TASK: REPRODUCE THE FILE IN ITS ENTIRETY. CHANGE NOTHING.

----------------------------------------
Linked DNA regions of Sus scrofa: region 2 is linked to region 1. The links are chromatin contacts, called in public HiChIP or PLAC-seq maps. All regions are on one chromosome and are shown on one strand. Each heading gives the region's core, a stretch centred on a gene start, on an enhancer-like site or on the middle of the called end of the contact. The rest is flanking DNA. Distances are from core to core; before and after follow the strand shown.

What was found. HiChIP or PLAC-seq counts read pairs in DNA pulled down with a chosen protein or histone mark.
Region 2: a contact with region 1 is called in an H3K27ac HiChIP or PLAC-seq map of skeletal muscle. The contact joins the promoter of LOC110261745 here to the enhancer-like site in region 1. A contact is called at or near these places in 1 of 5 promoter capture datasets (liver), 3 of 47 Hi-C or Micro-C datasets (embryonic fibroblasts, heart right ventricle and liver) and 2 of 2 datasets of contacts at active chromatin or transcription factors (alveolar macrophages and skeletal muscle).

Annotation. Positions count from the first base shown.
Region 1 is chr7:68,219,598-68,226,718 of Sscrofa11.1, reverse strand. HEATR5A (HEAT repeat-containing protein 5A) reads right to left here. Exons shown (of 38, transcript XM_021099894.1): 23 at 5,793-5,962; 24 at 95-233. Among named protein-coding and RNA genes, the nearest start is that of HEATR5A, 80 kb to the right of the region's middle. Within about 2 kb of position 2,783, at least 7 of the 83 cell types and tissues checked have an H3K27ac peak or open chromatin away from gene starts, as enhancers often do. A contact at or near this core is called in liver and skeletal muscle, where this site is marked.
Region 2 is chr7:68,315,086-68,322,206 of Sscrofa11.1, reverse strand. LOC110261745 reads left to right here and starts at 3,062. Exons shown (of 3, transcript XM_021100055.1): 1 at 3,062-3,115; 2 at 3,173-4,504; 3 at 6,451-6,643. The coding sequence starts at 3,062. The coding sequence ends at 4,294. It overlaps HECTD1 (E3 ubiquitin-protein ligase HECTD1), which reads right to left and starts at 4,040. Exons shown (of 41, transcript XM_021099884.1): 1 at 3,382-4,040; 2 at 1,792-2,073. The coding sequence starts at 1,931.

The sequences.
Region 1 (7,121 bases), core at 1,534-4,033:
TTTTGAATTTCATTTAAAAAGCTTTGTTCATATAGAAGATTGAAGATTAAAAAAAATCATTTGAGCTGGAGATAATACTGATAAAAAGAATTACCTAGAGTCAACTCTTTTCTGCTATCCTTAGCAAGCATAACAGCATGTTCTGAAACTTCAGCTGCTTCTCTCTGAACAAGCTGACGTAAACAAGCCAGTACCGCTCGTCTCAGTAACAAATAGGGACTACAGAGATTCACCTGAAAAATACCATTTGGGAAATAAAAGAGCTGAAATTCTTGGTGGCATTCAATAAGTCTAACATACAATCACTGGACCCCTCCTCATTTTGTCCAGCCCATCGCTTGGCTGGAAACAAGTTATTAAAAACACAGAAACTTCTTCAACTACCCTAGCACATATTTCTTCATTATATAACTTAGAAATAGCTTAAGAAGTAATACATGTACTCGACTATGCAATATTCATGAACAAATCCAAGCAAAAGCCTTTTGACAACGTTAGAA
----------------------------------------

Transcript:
Linked DNA regions of Sus scrofa: region 2 is linked to region 1. The links are chromatin contacts, called in public HiChIP or PLAC-seq maps. All regions are on one chromosome and are shown on one strand. Each heading gives the region's core, a stretch centred on a gene start, on an enhancer-like site or on the middle of the called end of the contact. The rest is flanking DNA. Distances are from core to core; before and after follow the strand shown.

What was found. HiChIP or PLAC-seq counts read pairs in DNA pulled down with a chosen protein or histone mark.
Region 2: a contact with region 1 is called in an H3K27ac HiChIP or PLAC-seq map of skeletal muscle. The contact joins the promoter of LOC110261745 here to the enhancer-like site in region 1. A contact is called at or near these places in 1 of 5 promoter capture datasets (liver), 3 of 47 Hi-C or Micro-C datasets (embryonic fibroblasts, heart right ventricle and liver) and 2 of 2 datasets of contacts at active chromatin or transcription factors (alveolar macrophages and skeletal muscle).

Annotation. Positions count from the first base shown.
Region 1 is chr7:68,219,598-68,226,718 of Sscrofa11.1, reverse strand. HEATR5A (HEAT repeat-containing protein 5A) reads right to left here. Exons shown (of 38, transcript XM_021099894.1): 23 at 5,793-5,962; 24 at 95-233. Among named protein-coding and RNA genes, the nearest start is that of HEATR5A, 80 kb to the right of the region's middle. Within about 2 kb of position 2,783, at least 7 of the 83 cell types and tissues checked have an H3K27ac peak or open chromatin away from gene starts, as enhancers often do. A contact at or near this core is called in liver and skeletal muscle, where this site is marked.
Region 2 is chr7:68,315,086-68,322,206 of Sscrofa11.1, reverse strand. LOC110261745 reads left to right here and starts at 3,062. Exons shown (of 3, transcript XM_021100055.1): 1 at 3,062-3,115; 2 at 3,173-4,504; 3 at 6,451-6,643. The coding sequence starts at 3,062. The coding sequence ends at 4,294. It overlaps HECTD1 (E3 ubiquitin-protein ligase HECTD1), which reads right to left and starts at 4,040. Exons shown (of 41, transcript XM_021099884.1): 1 at 3,382-4,040; 2 at 1,792-2,073. The coding sequence starts at 1,931.

The sequences.
Region 1 (7,121 bases), core at 1,534-4,033:
TTTTGAATTTCATTTAAAAAGCTTTGTTCATATAGAAGATTGAAGATTAAAAAAAATCATTTGAGCTGGAGATAATACTGATAAAAAGAATTACCTAGAGTCAACTCTTTTCTGCTATCCTTAGCAAGCATAACAGCATGTTCTGAAACTTCAGCTGCTTCTCTCTGAACAAGCTGACGTAAACAAGCCAGTACCGCTCGTCTCAGTAACAAATAGGGACTACAGAGATTCACCTGAAAAATACCATTTGGGAAATAAAAGAGCTGAAATTCTTGGTGGCATTCAATAAGTCTAACATACAATCACTGGACCCCTCCTCATTTTGTCCAGCCCATCGCTTGGCTGGAAACAAGTTATTAAAAACACAGAAACTTCTTCAACTACCCTAGCACATATTTCTTCATTATATAACTTAGAAATAGCTTAAGAAGTAATACATGTACTCGACTATGCAATATTCATGAACAAATCCAAGCAAAAGCCTTTTGACAACGTTAGAA